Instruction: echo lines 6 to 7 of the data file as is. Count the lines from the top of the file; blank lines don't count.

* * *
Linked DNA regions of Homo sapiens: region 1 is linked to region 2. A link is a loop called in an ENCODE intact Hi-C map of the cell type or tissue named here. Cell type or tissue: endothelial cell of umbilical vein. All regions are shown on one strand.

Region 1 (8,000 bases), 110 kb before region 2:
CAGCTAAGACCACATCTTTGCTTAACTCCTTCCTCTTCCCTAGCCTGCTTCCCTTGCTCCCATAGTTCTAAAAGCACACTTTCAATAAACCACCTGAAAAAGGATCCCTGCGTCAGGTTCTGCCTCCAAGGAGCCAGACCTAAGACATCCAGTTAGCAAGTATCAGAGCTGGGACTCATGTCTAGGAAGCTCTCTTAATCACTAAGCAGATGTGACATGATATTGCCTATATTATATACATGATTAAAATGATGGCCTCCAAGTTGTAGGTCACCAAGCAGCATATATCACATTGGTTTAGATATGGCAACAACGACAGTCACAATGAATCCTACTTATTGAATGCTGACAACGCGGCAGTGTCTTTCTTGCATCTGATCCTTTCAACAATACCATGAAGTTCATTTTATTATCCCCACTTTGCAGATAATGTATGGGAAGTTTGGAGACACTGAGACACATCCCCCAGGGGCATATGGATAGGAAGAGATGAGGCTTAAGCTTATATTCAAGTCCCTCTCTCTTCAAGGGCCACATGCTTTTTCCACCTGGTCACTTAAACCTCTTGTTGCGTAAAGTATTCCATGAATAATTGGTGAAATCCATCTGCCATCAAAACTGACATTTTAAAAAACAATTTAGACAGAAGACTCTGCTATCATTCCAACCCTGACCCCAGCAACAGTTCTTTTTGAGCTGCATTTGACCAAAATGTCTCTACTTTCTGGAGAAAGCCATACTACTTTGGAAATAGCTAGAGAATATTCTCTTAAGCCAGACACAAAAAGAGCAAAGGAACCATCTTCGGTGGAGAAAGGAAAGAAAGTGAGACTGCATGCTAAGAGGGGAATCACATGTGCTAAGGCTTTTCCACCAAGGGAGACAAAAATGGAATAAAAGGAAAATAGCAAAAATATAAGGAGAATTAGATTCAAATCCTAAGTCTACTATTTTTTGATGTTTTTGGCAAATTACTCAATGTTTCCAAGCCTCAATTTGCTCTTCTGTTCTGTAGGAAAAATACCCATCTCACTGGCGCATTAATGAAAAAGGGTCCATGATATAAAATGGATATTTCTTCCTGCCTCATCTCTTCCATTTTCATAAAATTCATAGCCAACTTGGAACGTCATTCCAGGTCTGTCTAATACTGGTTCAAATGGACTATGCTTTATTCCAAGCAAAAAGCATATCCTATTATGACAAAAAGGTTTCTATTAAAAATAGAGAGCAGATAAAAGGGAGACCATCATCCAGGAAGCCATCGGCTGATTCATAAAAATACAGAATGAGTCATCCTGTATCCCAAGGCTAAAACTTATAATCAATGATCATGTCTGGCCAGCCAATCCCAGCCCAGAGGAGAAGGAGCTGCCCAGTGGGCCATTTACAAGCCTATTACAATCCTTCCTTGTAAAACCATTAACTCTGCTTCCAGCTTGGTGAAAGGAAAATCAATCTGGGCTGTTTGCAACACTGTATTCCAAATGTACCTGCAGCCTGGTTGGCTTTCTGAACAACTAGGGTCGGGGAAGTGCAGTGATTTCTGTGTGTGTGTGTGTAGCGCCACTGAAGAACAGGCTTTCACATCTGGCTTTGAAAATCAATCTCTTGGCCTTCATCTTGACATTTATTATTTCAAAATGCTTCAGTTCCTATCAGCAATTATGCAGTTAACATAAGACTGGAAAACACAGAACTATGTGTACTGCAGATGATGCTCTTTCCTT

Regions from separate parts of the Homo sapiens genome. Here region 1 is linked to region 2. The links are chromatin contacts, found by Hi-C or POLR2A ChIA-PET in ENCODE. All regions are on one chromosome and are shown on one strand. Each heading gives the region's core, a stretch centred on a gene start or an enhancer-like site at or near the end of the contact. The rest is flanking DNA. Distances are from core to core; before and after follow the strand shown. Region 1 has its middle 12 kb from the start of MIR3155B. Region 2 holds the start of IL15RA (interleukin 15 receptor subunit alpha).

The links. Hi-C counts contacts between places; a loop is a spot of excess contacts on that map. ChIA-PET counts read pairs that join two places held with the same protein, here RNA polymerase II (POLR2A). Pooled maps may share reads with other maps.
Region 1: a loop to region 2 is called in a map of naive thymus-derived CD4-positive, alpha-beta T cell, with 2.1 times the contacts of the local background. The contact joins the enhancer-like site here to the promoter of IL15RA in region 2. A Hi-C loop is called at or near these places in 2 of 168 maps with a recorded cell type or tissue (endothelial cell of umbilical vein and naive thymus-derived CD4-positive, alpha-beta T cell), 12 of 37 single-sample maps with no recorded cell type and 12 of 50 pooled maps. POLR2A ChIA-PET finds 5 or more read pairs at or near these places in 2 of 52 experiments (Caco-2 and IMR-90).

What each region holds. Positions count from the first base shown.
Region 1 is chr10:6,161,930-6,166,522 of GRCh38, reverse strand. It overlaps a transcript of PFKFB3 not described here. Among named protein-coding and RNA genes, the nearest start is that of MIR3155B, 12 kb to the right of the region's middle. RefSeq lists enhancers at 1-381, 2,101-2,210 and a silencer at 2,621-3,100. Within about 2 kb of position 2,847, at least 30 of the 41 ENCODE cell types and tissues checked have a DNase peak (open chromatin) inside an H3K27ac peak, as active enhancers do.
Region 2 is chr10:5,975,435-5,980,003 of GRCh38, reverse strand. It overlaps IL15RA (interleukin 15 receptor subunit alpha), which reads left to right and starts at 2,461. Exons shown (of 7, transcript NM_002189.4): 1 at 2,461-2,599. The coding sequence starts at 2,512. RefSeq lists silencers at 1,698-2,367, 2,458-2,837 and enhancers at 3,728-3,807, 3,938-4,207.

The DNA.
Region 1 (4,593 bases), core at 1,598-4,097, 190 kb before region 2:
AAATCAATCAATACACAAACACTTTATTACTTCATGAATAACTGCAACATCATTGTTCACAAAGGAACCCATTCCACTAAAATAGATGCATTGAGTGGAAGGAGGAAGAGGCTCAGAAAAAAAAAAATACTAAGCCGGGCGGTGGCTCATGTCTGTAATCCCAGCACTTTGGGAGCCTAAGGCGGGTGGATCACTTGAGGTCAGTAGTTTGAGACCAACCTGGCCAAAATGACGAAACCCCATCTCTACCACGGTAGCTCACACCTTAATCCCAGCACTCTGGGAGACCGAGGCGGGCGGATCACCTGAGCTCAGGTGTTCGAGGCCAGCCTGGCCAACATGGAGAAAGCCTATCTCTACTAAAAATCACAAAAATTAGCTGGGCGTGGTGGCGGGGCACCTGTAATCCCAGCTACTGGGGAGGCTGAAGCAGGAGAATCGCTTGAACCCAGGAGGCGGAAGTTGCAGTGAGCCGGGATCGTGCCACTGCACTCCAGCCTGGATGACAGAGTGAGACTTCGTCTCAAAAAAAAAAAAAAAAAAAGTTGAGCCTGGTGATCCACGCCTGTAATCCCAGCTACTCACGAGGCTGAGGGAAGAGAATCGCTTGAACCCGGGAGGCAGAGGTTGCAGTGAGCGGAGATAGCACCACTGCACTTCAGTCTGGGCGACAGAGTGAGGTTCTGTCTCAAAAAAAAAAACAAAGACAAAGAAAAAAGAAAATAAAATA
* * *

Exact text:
Region 1: a loop to region 2 is called in a map of naive thymus-derived CD4-positive, alpha-beta T cell, with 2.1 times the contacts of the local background. The contact joins the enhancer-like site here to the promoter of IL15RA in region 2. A Hi-C loop is called at or near these places in 2 of 168 maps with a recorded cell type or tissue (endothelial cell of umbilical vein and naive thymus-derived CD4-positive, alpha-beta T cell), 12 of 37 single-sample maps with no recorded cell type and 12 of 50 pooled maps. POLR2A ChIA-PET finds 5 or more read pairs at or near these places in 2 of 52 experiments (Caco-2 and IMR-90).

What each region holds. Positions count from the first base shown.